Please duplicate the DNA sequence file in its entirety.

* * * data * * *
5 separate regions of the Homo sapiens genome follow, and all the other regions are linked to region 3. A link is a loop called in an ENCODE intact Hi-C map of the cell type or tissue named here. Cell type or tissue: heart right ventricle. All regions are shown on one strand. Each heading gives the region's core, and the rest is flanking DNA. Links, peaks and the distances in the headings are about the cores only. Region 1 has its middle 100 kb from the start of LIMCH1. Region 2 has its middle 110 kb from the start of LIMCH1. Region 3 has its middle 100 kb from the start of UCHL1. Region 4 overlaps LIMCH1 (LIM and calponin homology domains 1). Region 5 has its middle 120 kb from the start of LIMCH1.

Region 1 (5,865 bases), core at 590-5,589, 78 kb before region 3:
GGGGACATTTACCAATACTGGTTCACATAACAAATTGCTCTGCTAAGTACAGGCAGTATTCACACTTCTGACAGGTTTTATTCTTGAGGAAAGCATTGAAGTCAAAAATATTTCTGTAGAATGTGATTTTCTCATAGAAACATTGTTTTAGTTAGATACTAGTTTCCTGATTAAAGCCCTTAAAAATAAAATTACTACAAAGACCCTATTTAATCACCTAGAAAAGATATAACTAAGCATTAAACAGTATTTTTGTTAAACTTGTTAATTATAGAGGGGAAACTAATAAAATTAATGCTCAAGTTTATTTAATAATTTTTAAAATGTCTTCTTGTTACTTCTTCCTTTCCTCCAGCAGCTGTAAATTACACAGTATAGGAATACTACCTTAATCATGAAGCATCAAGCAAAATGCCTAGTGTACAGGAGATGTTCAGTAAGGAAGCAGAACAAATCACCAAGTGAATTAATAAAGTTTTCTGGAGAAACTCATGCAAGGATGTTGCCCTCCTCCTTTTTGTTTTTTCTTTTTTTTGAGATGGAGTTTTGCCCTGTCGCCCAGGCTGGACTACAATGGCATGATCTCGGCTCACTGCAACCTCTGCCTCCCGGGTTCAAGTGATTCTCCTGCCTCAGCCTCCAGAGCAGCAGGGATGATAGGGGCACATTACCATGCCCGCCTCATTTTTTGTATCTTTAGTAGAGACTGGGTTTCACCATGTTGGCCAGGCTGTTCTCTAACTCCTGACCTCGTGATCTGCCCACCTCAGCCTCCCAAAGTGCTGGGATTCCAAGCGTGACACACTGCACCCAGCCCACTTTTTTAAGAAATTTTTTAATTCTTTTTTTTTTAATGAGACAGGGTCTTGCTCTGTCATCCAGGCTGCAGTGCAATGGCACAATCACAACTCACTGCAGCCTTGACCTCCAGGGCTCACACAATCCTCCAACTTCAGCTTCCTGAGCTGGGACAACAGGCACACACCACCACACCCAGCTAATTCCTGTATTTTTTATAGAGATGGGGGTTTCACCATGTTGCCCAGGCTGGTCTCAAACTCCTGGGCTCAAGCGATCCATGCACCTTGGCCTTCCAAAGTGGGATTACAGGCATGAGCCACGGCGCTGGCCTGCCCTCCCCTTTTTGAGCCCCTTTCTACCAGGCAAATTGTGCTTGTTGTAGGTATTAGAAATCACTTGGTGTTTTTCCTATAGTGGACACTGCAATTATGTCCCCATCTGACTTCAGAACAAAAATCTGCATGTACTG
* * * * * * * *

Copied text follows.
5 separate regions of the Homo sapiens genome follow, and all the other regions are linked to region 3. A link is a loop called in an ENCODE intact Hi-C map of the cell type or tissue named here. Cell type or tissue: heart right ventricle. All regions are shown on one strand. Each heading gives the region's core, and the rest is flanking DNA. Links, peaks and the distances in the headings are about the cores only. Region 1 has its middle 100 kb from the start of LIMCH1. Region 2 has its middle 110 kb from the start of LIMCH1. Region 3 has its middle 100 kb from the start of UCHL1. Region 4 overlaps LIMCH1 (LIM and calponin homology domains 1). Region 5 has its middle 120 kb from the start of LIMCH1.

Region 1 (5,865 bases), core at 590-5,589, 78 kb before region 3:
GGGGACATTTACCAATACTGGTTCACATAACAAATTGCTCTGCTAAGTACAGGCAGTATTCACACTTCTGACAGGTTTTATTCTTGAGGAAAGCATTGAAGTCAAAAATATTTCTGTAGAATGTGATTTTCTCATAGAAACATTGTTTTAGTTAGATACTAGTTTCCTGATTAAAGCCCTTAAAAATAAAATTACTACAAAGACCCTATTTAATCACCTAGAAAAGATATAACTAAGCATTAAACAGTATTTTTGTTAAACTTGTTAATTATAGAGGGGAAACTAATAAAATTAATGCTCAAGTTTATTTAATAATTTTTAAAATGTCTTCTTGTTACTTCTTCCTTTCCTCCAGCAGCTGTAAATTACACAGTATAGGAATACTACCTTAATCATGAAGCATCAAGCAAAATGCCTAGTGTACAGGAGATGTTCAGTAAGGAAGCAGAACAAATCACCAAGTGAATTAATAAAGTTTTCTGGAGAAACTCATGCAAGGATGTTGCCCTCCTCCTTTTTGTTTTTTCTTTTTTTTGAGATGGAGTTTTGCCCTGTCGCCCAGGCTGGACTACAATGGCATGATCTCGGCTCACTGCAACCTCTGCCTCCCGGGTTCAAGTGATTCTCCTGCCTCAGCCTCCAGAGCAGCAGGGATGATAGGGGCACATTACCATGCCCGCCTCATTTTTTGTATCTTTAGTAGAGACTGGGTTTCACCATGTTGGCCAGGCTGTTCTCTAACTCCTGACCTCGTGATCTGCCCACCTCAGCCTCCCAAAGTGCTGGGATTCCAAGCGTGACACACTGCACCCAGCCCACTTTTTTAAGAAATTTTTTAATTCTTTTTTTTTTAATGAGACAGGGTCTTGCTCTGTCATCCAGGCTGCAGTGCAATGGCACAATCACAACTCACTGCAGCCTTGACCTCCAGGGCTCACACAATCCTCCAACTTCAGCTTCCTGAGCTGGGACAACAGGCACACACCACCACACCCAGCTAATTCCTGTATTTTTTATAGAGATGGGGGTTTCACCATGTTGCCCAGGCTGGTCTCAAACTCCTGGGCTCAAGCGATCCATGCACCTTGGCCTTCCAAAGTGGGATTACAGGCATGAGCCACGGCGCTGGCCTGCCCTCCCCTTTTTGAGCCCCTTTCTACCAGGCAAATTGTGCTTGTTGTAGGTATTAGAAATCACTTGGTGTTTTTCCTATAGTGGACACTGCAATTATGTCCCCATCTGACTTCAGAACAAAAATCTGCATGTACTG